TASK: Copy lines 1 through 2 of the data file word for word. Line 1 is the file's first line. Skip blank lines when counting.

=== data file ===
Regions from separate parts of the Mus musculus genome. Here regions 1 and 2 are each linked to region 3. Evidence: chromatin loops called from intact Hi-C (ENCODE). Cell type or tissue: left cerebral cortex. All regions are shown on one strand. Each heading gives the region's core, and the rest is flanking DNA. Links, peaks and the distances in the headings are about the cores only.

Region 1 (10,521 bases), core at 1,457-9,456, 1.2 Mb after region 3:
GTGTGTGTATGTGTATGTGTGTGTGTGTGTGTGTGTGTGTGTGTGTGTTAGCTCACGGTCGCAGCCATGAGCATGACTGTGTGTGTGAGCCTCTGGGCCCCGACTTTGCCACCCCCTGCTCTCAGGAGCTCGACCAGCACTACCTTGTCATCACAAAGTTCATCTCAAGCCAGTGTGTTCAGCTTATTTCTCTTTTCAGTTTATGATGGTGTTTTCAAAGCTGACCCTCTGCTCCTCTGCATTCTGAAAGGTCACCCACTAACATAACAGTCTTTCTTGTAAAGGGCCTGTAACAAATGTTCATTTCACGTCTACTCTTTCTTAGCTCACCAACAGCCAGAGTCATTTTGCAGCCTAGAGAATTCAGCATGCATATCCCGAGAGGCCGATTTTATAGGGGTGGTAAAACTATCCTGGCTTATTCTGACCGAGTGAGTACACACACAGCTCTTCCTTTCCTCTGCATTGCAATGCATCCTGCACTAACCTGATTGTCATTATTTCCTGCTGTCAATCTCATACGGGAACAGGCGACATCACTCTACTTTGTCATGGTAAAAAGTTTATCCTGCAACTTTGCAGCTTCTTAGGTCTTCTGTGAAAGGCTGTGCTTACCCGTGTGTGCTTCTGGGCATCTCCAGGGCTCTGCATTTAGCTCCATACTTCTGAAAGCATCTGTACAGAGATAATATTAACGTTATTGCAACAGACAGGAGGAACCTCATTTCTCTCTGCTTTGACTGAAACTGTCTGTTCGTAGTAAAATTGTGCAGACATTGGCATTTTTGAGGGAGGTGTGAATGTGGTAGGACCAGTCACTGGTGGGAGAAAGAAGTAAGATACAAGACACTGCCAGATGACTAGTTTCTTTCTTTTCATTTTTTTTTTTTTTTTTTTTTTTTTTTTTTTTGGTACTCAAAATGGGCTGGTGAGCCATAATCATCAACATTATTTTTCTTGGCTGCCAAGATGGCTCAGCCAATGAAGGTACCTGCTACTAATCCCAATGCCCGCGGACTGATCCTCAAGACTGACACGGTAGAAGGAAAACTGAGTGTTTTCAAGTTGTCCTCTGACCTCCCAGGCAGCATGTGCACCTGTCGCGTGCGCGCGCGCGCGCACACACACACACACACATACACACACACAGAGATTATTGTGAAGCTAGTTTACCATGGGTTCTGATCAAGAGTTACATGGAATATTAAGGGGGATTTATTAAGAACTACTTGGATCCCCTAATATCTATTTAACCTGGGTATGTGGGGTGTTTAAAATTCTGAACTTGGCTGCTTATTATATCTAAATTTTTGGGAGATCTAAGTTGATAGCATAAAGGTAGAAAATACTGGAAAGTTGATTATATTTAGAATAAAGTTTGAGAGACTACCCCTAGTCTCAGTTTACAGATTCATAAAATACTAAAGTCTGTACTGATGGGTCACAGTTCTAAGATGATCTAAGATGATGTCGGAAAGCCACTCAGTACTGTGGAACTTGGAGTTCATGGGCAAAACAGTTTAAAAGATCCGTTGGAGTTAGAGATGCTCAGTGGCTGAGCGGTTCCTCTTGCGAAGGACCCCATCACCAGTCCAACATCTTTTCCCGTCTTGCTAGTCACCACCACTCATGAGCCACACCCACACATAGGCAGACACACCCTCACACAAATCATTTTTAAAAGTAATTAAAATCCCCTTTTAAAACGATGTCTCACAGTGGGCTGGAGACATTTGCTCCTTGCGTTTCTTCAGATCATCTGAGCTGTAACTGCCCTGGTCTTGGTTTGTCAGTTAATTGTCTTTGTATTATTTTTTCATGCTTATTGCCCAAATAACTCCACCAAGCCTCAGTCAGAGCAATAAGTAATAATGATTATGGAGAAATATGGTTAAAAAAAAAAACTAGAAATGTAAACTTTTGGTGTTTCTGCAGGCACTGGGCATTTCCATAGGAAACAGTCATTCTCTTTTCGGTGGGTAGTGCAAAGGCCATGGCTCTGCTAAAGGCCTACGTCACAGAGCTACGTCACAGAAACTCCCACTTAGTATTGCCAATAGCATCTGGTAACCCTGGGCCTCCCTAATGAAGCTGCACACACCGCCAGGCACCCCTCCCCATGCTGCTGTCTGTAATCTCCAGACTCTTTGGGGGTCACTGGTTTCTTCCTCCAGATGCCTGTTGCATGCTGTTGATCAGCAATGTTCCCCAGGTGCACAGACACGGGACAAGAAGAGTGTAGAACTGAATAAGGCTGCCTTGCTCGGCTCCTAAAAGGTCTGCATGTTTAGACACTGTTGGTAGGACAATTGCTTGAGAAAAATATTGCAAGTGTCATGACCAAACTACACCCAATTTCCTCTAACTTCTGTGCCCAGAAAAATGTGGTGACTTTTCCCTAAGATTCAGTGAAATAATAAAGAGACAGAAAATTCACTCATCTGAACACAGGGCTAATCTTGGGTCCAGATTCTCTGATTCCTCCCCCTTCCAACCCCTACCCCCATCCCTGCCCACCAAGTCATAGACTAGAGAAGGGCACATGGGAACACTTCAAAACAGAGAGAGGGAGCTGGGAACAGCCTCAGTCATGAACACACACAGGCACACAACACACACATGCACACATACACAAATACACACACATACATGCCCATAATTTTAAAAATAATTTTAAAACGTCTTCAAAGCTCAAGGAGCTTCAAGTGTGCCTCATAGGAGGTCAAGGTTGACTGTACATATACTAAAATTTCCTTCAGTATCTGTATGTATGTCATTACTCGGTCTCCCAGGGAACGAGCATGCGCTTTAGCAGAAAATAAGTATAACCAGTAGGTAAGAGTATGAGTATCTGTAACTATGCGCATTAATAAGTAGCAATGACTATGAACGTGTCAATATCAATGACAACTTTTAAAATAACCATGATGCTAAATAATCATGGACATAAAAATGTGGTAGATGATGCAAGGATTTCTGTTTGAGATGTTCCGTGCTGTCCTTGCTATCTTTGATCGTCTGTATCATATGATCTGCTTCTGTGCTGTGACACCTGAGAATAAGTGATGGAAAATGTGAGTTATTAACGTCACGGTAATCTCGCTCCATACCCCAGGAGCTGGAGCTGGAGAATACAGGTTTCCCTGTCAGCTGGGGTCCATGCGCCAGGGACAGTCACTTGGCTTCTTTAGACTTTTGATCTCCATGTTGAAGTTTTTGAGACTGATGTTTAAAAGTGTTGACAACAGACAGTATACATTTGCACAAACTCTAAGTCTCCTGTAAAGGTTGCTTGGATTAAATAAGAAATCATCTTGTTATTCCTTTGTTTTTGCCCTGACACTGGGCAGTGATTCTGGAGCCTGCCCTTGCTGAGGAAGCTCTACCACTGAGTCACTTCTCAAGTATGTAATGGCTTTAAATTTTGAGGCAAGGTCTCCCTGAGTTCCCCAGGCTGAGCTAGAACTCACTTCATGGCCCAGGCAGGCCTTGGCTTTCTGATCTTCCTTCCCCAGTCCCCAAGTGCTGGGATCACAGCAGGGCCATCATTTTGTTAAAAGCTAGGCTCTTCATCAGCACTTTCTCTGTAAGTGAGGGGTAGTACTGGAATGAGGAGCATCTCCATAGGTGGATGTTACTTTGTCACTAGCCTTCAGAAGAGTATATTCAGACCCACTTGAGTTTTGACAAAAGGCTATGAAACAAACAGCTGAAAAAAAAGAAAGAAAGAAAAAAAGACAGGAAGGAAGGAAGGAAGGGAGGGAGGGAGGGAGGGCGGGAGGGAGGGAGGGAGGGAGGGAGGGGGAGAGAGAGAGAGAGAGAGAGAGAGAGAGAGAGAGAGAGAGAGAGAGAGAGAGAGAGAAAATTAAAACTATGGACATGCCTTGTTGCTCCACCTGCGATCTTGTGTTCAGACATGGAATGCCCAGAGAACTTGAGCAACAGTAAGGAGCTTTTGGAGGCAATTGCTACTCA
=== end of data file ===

Regions from separate parts of the Mus musculus genome. Here regions 1 and 2 are each linked to region 3. Evidence: chromatin loops called from intact Hi-C (ENCODE). Cell type or tissue: left cerebral cortex. All regions are shown on one strand. Each heading gives the region's core, and the rest is flanking DNA. Links, peaks and the distances in the headings are about the cores only.

Region 1 (10,521 bases), core at 1,457-9,456, 1.2 Mb after region 3: